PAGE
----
Green’s Dictionary of Slang

call v.

[fig. uses of SE]

1. [mid-18C+] to beg.

2. [late 19C+] to blame.

3. [late 19C+] (US) to challenge [+ poker imagery].

4. [1980s] (Aus.) to vomit [abbr. of the various phrs. below].

Meaning to vomit

In phrases

call Charles (v.) (also call dinosaurs, call seals) [1970s+] (Aus./US)
call for Herb (v.) [1960s+] (Aus.)
call (for) Ralph (v.)

see under Ralph n.

call the dogs (v.) [one’s ‘barking’ noises] [1990s+] (US campus)

General uses

call over the coals (v.)

[19C+] to scold, to tell off.

call someone out of their name (v.)

[1900s–80s] (US black) to insult through name-calling.

call someone’s card (v.) [poker imagery]

[1980s] (US) to call someone’s bluff.

call someone’s game (v.) [poker imagery]

[1980s+] (US) to call someone’s bluff, to challenge.

call someone’s hand (v.) [poker imagery]

[mid-19C–1950s] (US) to issue a challenge, to call someone’s bluff.

SE in slang uses

Pertaining to sex

In compounds

call-boy (n.)

[1960s+] a male prostitute who can be hired on the phone.

call flat (n.) (also call apartment) [var. on call house n. (1)]

[1910s–40s] (US) a brothel.

call-girl (n.)

see separate entry.

call house (n.)

see separate entry.

General uses

In compounds

call-dog (n.) [one calls the dog to eat it]

[1940s+] (W.I.) a fish too small for human consumption.

calldown (n.)

see separate entry.

In phrases

call a go (v.) [mid-19C]

1. of a street-seller, to move on.

2. to give up.

call a spade a (bloody) shovel (v.)

see under spade n.

call down (v.)

see separate entry.

call full-mouth (v.) (also call raw) [fullmouth under full adj./SE raw, i.e. ‘uncooked’ by good manners]

[20C+] (W.I.) to address an elder or senior person without using Mr, Mrs or Miss.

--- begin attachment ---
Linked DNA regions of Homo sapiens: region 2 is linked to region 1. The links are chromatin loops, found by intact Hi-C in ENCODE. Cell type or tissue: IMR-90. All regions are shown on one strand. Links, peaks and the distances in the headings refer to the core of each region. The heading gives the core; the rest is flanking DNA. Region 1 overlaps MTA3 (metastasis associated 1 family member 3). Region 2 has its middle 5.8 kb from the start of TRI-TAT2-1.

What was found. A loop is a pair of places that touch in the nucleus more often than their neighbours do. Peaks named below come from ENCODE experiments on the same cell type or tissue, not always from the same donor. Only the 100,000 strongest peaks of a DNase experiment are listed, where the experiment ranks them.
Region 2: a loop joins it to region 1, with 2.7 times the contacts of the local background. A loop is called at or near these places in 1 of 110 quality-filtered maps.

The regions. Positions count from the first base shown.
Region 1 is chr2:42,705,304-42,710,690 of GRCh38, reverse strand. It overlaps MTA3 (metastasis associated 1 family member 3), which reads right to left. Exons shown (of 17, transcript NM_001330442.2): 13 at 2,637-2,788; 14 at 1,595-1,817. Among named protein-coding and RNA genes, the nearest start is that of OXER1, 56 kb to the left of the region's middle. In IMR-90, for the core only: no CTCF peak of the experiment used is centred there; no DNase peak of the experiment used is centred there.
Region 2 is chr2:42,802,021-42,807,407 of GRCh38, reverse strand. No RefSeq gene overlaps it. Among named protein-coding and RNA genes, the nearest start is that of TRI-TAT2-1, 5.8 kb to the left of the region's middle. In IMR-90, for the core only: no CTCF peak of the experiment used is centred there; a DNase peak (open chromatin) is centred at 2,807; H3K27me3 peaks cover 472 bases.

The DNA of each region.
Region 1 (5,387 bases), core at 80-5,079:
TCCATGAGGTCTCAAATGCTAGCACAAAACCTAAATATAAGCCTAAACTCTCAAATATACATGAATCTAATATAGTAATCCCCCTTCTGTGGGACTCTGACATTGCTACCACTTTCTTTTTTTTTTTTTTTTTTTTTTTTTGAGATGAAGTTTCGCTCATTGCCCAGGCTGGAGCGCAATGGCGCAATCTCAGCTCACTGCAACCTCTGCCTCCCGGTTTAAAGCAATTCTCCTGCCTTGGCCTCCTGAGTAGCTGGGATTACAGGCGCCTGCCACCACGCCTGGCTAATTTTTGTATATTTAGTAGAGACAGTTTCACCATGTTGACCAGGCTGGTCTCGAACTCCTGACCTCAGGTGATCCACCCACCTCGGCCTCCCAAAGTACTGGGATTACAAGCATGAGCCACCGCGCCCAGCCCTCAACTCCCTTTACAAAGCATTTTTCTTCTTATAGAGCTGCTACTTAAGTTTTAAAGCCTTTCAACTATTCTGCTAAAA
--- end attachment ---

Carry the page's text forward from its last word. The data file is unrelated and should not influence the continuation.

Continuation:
call hogs (v.) [the noise]

[1910s–60s] (US) to snore.

call in someone’s chips (v.) [poker imagery]

[late 19C] (US) to challenge, to call someone’s bluff.

call it a day (v.) (also call it a night) [? cribbage jargon call a go, to change one’s tactics, to give in]

[mid-19C+] to stop, to go no further, to express satisfaction with progress or acceptance that one cannot improve a position.

call it george (v.) (also call it wally) [joc. generic use of proper names]

[20C+] (W.I.) to agree that a matter is concluded, to bring to an end, e.g. a day’s work.

call off all bets (v.) [poker imagery]

[1940s–50s] (US black) to die.

call on the carpet (v.) [on the carpet under carpet n.1 ]

1. [1960s] (US) to reprimand, to scold.

2. [1990s+] (US prison) to challenge another speaker to justify his remarks, whether hostile, gossiping or whatever.

call (out) (v.) [early 19C SE call out, to challenge to a duel]

1. [late 19C+] to challenge to a fight.

2. [1920s] (US Und.) to use a stolen cheque.

3. [1990s+] (US campus) to embarrass.

call the coin (v.)

[1950s+] (US) to call ‘heads or tails’ when a coin is tossed.

call the game in (v.) [lit. to bring a game, e.g. of rugby, to an end]

[1910s+] (Aus./N.Z.) to abandon one’s efforts, to admit defeat.

call the shots (v.) (also call one’s shot(s)) [sporting imagery]

[1930s+] to dictate a course of action, to say what should happen.

call the turn (v.) [gambling use: calling the next turn of the wheel in the game of faro; ? see Asbury Sucker’s Progress (1938) 15: ‘An extraordinary number of the terms, technical and otherwise, which were employed by Faro players in the palmy days of the game have passed into the language [...] and are commonly used by millions who never heard of Faro. Here are some of them: [...] Calling the turn — To guess correctly the order in which the last three cards in the box would appear’]

[late 19C+] (US) to predict accurately.